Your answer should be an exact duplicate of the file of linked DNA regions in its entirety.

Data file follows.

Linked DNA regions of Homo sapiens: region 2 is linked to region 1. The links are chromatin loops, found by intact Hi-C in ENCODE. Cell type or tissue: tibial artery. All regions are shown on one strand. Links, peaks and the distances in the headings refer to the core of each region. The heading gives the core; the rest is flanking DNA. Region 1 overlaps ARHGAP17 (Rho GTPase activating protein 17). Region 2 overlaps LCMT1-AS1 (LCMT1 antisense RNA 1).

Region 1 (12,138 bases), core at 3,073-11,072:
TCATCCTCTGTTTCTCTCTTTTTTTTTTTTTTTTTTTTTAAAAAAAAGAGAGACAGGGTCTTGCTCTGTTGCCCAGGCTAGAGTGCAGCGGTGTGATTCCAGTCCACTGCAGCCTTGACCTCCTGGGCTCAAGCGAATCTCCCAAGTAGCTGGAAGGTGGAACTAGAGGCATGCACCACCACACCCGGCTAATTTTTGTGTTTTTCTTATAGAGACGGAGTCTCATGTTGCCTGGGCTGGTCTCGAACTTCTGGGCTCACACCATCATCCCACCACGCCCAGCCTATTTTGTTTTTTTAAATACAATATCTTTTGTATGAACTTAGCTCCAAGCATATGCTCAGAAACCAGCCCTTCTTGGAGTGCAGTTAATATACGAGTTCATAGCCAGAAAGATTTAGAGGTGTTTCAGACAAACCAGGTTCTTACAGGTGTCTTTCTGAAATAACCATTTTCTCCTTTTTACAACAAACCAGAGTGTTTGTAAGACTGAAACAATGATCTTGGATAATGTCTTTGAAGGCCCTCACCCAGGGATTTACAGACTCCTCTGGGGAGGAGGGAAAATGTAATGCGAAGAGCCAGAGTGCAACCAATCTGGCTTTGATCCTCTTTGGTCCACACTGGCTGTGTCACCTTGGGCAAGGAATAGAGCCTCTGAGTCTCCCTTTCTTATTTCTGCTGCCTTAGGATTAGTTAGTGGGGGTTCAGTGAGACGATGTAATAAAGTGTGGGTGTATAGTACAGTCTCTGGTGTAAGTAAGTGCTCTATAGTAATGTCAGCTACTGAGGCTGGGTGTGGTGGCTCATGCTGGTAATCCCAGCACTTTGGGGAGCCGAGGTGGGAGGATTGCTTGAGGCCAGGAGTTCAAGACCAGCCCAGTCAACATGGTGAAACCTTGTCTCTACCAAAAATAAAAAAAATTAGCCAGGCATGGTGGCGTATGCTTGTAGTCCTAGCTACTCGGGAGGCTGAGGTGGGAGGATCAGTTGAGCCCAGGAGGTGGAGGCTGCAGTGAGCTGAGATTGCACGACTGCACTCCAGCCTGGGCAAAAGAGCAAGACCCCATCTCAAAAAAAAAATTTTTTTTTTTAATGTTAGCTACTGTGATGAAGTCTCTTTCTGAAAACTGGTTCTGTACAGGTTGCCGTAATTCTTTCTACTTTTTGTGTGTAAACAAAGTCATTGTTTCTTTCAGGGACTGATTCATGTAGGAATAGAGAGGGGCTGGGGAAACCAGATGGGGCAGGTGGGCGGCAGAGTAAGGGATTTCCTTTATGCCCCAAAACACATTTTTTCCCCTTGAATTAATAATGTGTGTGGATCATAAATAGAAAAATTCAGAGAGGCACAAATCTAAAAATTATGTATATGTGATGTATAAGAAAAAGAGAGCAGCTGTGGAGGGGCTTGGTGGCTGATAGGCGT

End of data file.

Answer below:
Linked DNA regions of Homo sapiens: region 2 is linked to region 1. The links are chromatin loops, found by intact Hi-C in ENCODE. Cell type or tissue: tibial artery. All regions are shown on one strand. Links, peaks and the distances in the headings refer to the core of each region. The heading gives the core; the rest is flanking DNA. Region 1 overlaps ARHGAP17 (Rho GTPase activating protein 17). Region 2 overlaps LCMT1-AS1 (LCMT1 antisense RNA 1).

Region 1 (12,138 bases), core at 3,073-11,072:
TCATCCTCTGTTTCTCTCTTTTTTTTTTTTTTTTTTTTTAAAAAAAAGAGAGACAGGGTCTTGCTCTGTTGCCCAGGCTAGAGTGCAGCGGTGTGATTCCAGTCCACTGCAGCCTTGACCTCCTGGGCTCAAGCGAATCTCCCAAGTAGCTGGAAGGTGGAACTAGAGGCATGCACCACCACACCCGGCTAATTTTTGTGTTTTTCTTATAGAGACGGAGTCTCATGTTGCCTGGGCTGGTCTCGAACTTCTGGGCTCACACCATCATCCCACCACGCCCAGCCTATTTTGTTTTTTTAAATACAATATCTTTTGTATGAACTTAGCTCCAAGCATATGCTCAGAAACCAGCCCTTCTTGGAGTGCAGTTAATATACGAGTTCATAGCCAGAAAGATTTAGAGGTGTTTCAGACAAACCAGGTTCTTACAGGTGTCTTTCTGAAATAACCATTTTCTCCTTTTTACAACAAACCAGAGTGTTTGTAAGACTGAAACAATGATCTTGGATAATGTCTTTGAAGGCCCTCACCCAGGGATTTACAGACTCCTCTGGGGAGGAGGGAAAATGTAATGCGAAGAGCCAGAGTGCAACCAATCTGGCTTTGATCCTCTTTGGTCCACACTGGCTGTGTCACCTTGGGCAAGGAATAGAGCCTCTGAGTCTCCCTTTCTTATTTCTGCTGCCTTAGGATTAGTTAGTGGGGGTTCAGTGAGACGATGTAATAAAGTGTGGGTGTATAGTACAGTCTCTGGTGTAAGTAAGTGCTCTATAGTAATGTCAGCTACTGAGGCTGGGTGTGGTGGCTCATGCTGGTAATCCCAGCACTTTGGGGAGCCGAGGTGGGAGGATTGCTTGAGGCCAGGAGTTCAAGACCAGCCCAGTCAACATGGTGAAACCTTGTCTCTACCAAAAATAAAAAAAATTAGCCAGGCATGGTGGCGTATGCTTGTAGTCCTAGCTACTCGGGAGGCTGAGGTGGGAGGATCAGTTGAGCCCAGGAGGTGGAGGCTGCAGTGAGCTGAGATTGCACGACTGCACTCCAGCCTGGGCAAAAGAGCAAGACCCCATCTCAAAAAAAAAATTTTTTTTTTTAATGTTAGCTACTGTGATGAAGTCTCTTTCTGAAAACTGGTTCTGTACAGGTTGCCGTAATTCTTTCTACTTTTTGTGTGTAAACAAAGTCATTGTTTCTTTCAGGGACTGATTCATGTAGGAATAGAGAGGGGCTGGGGAAACCAGATGGGGCAGGTGGGCGGCAGAGTAAGGGATTTCCTTTATGCCCCAAAACACATTTTTTCCCCTTGAATTAATAATGTGTGTGGATCATAAATAGAAAAATTCAGAGAGGCACAAATCTAAAAATTATGTATATGTGATGTATAAGAAAAAGAGAGCAGCTGTGGAGGGGCTTGGTGGCTGATAGGCGT